Do not stop any prescribed medication while breastfeeding until you have spoken with your healthcare provider.

Protecting Your Baby

If you are sick and breastfeeding, you can help reduce the risk of transmission of some illnesses to your baby by:

  • Washing your hands regularly
  • Avoiding kissing your baby
  • Disinfecting surfaces with approved sanitizers (especially changing stations, cribs, strollers, etc.)
  • Coughing or sneezing into a tissue (and throwing it away immediately)
  • Using hand sanitizer immediately after coughing or sneezing
  • Keeping your baby away from others who might also be ill

If you are too sick to breastfeed but are cleared to express breast milk with a pump so a healthy caretaker can give it to your baby, be sure to wash your hands before touching your pump and supplies, and clean everything thoroughly when you're done.

A Word From Verywell

One of the best ways to protect yourself and your baby from influenza is to get an annual flu shot. While it may not prevent you from getting the flu, it will cause you develop flu antibodies that you can pass to your nursing baby. This can be particularly beneficial to infants as babies under 6 months old cannot be vaccinated against influenza.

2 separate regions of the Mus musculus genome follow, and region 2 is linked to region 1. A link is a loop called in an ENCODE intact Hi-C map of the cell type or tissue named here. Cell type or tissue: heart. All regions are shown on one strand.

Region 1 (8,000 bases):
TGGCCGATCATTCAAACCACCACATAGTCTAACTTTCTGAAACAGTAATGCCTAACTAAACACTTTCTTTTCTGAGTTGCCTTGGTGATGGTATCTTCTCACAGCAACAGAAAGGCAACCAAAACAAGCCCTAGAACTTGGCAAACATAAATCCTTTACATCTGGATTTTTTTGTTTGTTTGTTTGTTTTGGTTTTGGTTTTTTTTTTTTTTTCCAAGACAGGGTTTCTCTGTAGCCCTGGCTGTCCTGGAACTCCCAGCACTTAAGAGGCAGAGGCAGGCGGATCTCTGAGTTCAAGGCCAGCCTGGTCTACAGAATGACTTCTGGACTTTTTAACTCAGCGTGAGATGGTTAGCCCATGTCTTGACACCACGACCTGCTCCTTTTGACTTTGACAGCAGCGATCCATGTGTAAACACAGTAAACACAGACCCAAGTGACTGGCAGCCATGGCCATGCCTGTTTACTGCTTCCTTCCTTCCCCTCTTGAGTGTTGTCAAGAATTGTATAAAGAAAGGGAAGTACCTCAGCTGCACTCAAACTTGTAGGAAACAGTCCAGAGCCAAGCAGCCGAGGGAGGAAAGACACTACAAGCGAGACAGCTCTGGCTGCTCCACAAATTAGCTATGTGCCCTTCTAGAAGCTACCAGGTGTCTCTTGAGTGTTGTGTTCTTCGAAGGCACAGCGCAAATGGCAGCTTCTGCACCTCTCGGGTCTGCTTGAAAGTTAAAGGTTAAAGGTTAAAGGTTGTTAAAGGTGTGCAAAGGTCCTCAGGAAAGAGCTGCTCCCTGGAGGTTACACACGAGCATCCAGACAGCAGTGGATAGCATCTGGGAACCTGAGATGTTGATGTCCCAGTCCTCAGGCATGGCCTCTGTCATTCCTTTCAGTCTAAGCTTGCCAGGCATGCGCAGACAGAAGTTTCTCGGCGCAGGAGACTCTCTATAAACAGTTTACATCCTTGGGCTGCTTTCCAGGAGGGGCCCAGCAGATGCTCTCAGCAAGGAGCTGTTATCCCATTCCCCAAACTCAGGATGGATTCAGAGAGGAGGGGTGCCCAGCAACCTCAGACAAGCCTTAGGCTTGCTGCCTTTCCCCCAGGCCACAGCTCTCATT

7 Sources
Verywell Health uses only high-quality sources, including peer-reviewed studies, to support the facts within our articles. Read our editorial process to learn more about how we fact-check and keep our content accurate, reliable, and trustworthy.
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  2. Centers for Disease Control and Prevention. Breastfeeding: Influenza (flu).

  3. Centers for Disease Control and Prevention. Contraindications to breastfeeding or feeding expressed breast milk to infants.

  4. Sachs HC, Committee on Drugs American Academy of Pediatrics. The transfer of drugs and therapeutics into human breast milk: an update on selected topics. Pediatrics. 2013;132(3):e796-809. doi:10.1542/peds.2013-1985

  5. American Academy of Pediatrics. Breastfeeding and medication.

  6. Greenland K, Iradati E, Ati A, Maskoen YY, Aunger R. The context and practice of handwashing among new mothers in Serang, Indonesia: a formative research study. BMC Public Health. 2013;13:830. doi:10.1186/1471-2458-13-830

  7. Centers for Disease Control and Prevention. Flu vaccine safety and pregnancy.

By Kristina Duda, RN
Kristina Duda, BSN, RN, CPN, has been working in healthcare since 2002. She specializes in pediatrics and disease and infection prevention.